Default Re: Metaphysical Naturalism

Science also has to admit that it isn't sure of anything. While it can't be positively proven that nothing supernatural exists, it also can't be disproven, since it is "supernatural" and so out of the reach of science by definition. However, if science has to admit it doesn't know everything, then supernaturalism/religion should, too- something that it is glaringly not required to do.
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  #6  
By naturalist.atheist on 08-22-2009, 02:53 AM
Default Re: Metaphysical Naturalism

Quote:
Originally Posted by theblackbook View Post
However, if science has to admit it doesn't know everything, then supernaturalism/religion should, too- something that it is glaringly not required to do.
What does this sentence mean?
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  #7  
By skeptic griggsy on 08-24-2009, 11:16 AM
Sad Re: Metaphysical Naturalism

:wave: Ontological naturalism maintains that not only are causes and explanations efficient, they are also necessary and primary; Gottfried Wilhelm Leibniz notwithstanding, they are the sufficient reason.This neither begs the question nor sandbags theists as it is the demand for evidence as Einstein overcame Newton.:chin:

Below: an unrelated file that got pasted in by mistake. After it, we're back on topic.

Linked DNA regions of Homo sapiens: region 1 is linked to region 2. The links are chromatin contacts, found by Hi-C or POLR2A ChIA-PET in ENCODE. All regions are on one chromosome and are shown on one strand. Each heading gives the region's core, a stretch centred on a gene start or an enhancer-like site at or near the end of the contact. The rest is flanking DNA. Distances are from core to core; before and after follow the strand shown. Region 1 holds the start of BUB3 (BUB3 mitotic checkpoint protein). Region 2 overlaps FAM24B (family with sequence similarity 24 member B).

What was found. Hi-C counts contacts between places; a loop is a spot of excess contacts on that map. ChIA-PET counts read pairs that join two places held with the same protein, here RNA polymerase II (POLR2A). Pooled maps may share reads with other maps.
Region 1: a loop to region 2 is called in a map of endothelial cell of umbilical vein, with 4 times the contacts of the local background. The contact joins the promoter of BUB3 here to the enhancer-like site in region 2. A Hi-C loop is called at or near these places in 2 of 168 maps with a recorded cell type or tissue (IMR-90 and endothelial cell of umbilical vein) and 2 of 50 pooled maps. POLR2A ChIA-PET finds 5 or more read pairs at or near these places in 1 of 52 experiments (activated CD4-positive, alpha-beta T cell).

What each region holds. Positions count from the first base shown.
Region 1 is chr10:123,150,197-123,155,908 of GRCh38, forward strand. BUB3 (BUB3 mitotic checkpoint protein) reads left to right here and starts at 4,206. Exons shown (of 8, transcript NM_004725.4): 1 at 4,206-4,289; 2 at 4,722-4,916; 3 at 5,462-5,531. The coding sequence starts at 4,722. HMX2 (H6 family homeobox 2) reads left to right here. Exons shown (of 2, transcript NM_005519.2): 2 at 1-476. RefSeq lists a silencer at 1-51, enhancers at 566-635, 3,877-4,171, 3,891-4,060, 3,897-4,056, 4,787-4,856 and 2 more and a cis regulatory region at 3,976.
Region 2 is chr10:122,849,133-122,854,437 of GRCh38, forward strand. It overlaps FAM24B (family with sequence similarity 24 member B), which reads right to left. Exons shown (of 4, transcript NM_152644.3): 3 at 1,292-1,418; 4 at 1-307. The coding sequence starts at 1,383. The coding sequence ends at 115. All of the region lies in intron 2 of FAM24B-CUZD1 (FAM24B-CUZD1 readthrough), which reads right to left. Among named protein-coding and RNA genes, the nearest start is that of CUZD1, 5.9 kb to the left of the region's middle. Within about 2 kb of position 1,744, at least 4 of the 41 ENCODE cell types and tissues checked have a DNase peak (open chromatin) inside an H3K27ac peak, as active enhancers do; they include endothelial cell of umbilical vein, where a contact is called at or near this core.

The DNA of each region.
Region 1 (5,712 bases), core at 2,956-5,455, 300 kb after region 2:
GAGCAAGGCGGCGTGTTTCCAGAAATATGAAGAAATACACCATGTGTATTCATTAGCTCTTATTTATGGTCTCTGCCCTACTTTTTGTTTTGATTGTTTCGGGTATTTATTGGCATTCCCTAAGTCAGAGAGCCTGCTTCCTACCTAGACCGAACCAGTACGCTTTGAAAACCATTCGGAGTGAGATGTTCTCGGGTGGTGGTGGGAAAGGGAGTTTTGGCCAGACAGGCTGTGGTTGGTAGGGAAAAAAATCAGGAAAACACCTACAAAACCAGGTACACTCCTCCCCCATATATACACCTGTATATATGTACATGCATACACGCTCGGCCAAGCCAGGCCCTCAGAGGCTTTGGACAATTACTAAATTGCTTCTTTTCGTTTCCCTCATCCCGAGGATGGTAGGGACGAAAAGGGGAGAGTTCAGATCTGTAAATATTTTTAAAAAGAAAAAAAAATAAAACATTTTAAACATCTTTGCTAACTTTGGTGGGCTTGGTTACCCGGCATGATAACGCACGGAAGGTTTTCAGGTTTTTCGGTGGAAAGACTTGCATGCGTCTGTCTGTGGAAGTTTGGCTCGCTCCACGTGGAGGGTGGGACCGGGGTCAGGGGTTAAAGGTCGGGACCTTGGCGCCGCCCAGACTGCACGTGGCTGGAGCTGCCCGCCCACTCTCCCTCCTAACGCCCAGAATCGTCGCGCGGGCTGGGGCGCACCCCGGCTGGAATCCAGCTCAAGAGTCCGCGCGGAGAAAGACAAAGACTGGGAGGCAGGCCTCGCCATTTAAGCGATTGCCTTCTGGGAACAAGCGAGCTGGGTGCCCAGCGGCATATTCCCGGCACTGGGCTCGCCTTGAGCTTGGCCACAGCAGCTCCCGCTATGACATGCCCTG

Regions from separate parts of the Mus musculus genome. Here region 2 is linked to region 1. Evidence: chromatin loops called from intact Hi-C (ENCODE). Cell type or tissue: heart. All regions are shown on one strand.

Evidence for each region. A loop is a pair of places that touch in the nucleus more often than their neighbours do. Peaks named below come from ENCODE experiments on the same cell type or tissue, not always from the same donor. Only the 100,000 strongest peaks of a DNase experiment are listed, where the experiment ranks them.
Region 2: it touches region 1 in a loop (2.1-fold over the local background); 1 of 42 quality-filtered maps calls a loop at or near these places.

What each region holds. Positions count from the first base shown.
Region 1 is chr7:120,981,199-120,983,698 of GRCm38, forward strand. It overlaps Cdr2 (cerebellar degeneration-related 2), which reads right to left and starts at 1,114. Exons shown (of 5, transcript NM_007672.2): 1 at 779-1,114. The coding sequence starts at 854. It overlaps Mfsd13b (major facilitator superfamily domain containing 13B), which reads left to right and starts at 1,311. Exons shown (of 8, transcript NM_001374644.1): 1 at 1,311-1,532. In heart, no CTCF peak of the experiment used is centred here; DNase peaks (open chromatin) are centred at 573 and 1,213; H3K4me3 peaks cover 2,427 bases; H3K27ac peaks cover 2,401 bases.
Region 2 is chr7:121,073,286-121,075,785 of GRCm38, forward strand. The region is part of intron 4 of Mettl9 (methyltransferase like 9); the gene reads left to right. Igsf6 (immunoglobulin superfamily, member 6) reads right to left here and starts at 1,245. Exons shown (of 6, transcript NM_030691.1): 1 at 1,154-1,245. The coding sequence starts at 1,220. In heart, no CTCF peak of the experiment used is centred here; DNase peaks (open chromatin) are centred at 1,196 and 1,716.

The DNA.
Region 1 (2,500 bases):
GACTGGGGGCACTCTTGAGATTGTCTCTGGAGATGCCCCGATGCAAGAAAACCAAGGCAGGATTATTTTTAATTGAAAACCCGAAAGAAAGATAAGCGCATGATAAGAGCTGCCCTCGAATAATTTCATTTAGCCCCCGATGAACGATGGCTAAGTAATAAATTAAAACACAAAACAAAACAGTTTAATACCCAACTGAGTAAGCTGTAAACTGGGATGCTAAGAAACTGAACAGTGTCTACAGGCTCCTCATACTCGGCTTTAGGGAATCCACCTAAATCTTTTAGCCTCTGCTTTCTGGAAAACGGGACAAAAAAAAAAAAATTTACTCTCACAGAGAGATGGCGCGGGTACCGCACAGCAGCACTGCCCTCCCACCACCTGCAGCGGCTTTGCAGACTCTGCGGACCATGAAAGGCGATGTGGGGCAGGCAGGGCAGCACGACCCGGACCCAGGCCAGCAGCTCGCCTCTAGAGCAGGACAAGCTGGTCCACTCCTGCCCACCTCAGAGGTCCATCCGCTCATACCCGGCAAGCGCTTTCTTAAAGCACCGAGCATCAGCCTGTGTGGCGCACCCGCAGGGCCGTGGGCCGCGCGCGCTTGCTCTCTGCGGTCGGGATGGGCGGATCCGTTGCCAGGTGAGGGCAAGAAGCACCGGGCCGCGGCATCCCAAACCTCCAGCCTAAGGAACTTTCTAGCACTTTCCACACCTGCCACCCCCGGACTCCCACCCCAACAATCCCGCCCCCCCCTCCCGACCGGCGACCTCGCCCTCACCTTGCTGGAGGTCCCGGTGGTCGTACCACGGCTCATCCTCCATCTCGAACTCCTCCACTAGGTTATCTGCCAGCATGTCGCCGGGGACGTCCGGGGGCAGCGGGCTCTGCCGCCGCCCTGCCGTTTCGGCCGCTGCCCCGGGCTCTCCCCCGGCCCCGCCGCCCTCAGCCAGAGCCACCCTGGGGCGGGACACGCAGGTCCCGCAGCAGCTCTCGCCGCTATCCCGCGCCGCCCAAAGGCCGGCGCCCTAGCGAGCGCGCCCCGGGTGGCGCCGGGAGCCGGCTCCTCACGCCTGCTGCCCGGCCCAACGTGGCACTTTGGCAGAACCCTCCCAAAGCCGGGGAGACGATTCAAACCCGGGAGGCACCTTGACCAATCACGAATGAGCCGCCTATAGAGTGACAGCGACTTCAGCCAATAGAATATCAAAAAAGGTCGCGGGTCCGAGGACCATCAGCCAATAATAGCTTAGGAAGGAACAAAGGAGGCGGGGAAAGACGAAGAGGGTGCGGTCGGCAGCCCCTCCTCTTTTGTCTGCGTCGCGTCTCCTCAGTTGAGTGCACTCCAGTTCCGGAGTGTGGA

Fellow skeptic John L. Schellenberg faults us naturalists for relying on ever-changing science, but that is the glory of science!
And haughty Jon Haught objurgates us for not allowing other venues of knowledge, but he begs the question : just what are they?:whup:
T'is for naught that my friend Jerry Coyne takes on the creationist evolutionists, in particular Karl Giberson and Kenneth Miller with their guessing that maybe God tweaks evolution and sub-atomic events. Nay, they just obfuscate.
And as the evidence reveals that there is no cosmic teleology- no planned outcomes, to postulate the supernatural would contradict those natural causes rather than complement them! To aver that the supernatural is consistent with science would therefore maintain the new Omphalos argument that He deceives us into thinking that we have found the ultimate causes whilst behind the screen, He operates. Nay, there is no heuristic need for Him.:eek:
The Razor shaves Him off as being an entity itself that requires convoluted ad hoc assumptions, and thus He is needlessly redundant [necessary pleonasm], Alister McGrath, Dawkins's nemesis notwithstanding.:yawn:
The ignostic challenge is that with his incoherent attributes that so conflict one with the other, He is vacuous- no there there.:doh:
The supernatural cannot give us that more abundant life! It is a replaceable placebo!
Blessings and good will to all!:wave:
Last edited by skeptic griggsy; 08-24-2009 at 12:00 PM.. Reason: corrections